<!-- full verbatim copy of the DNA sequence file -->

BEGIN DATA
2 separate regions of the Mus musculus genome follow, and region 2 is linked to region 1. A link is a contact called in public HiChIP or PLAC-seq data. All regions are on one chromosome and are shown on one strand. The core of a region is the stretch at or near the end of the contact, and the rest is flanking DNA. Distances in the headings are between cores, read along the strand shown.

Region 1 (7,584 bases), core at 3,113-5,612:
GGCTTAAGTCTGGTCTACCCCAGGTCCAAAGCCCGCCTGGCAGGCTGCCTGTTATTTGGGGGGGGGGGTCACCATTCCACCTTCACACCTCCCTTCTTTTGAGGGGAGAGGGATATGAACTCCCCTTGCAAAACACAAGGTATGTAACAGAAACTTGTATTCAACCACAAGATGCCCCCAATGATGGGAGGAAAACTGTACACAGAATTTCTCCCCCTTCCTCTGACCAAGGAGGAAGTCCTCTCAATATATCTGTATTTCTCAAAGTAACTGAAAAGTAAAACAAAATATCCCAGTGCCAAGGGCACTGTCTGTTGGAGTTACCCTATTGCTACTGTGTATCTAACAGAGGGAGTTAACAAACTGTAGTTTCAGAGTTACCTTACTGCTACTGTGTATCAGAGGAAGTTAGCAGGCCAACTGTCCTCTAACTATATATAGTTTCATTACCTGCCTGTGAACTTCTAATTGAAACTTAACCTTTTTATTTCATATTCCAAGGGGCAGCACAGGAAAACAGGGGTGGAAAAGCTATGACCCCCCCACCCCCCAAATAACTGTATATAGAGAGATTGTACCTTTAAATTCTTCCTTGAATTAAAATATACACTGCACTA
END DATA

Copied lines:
2 separate regions of the Mus musculus genome follow, and region 2 is linked to region 1. A link is a contact called in public HiChIP or PLAC-seq data. All regions are on one chromosome and are shown on one strand. The core of a region is the stretch at or near the end of the contact, and the rest is flanking DNA. Distances in the headings are between cores, read along the strand shown.

Region 1 (7,584 bases), core at 3,113-5,612:
GGCTTAAGTCTGGTCTACCCCAGGTCCAAAGCCCGCCTGGCAGGCTGCCTGTTATTTGGGGGGGGGGGTCACCATTCCACCTTCACACCTCCCTTCTTTTGAGGGGAGAGGGATATGAACTCCCCTTGCAAAACACAAGGTATGTAACAGAAACTTGTATTCAACCACAAGATGCCCCCAATGATGGGAGGAAAACTGTACACAGAATTTCTCCCCCTTCCTCTGACCAAGGAGGAAGTCCTCTCAATATATCTGTATTTCTCAAAGTAACTGAAAAGTAAAACAAAATATCCCAGTGCCAAGGGCACTGTCTGTTGGAGTTACCCTATTGCTACTGTGTATCTAACAGAGGGAGTTAACAAACTGTAGTTTCAGAGTTACCTTACTGCTACTGTGTATCAGAGGAAGTTAGCAGGCCAACTGTCCTCTAACTATATATAGTTTCATTACCTGCCTGTGAACTTCTAATTGAAACTTAACCTTTTTATTTCATATTCCAAGGGGCAGCACAGGAAAACAGGGGTGGAAAAGCTATGACCCCCCCACCCCCCAAATAACTGTATATAGAGAGATTGTACCTTTAAATTCTTCCTTGAATTAAAATATACACTGCACTA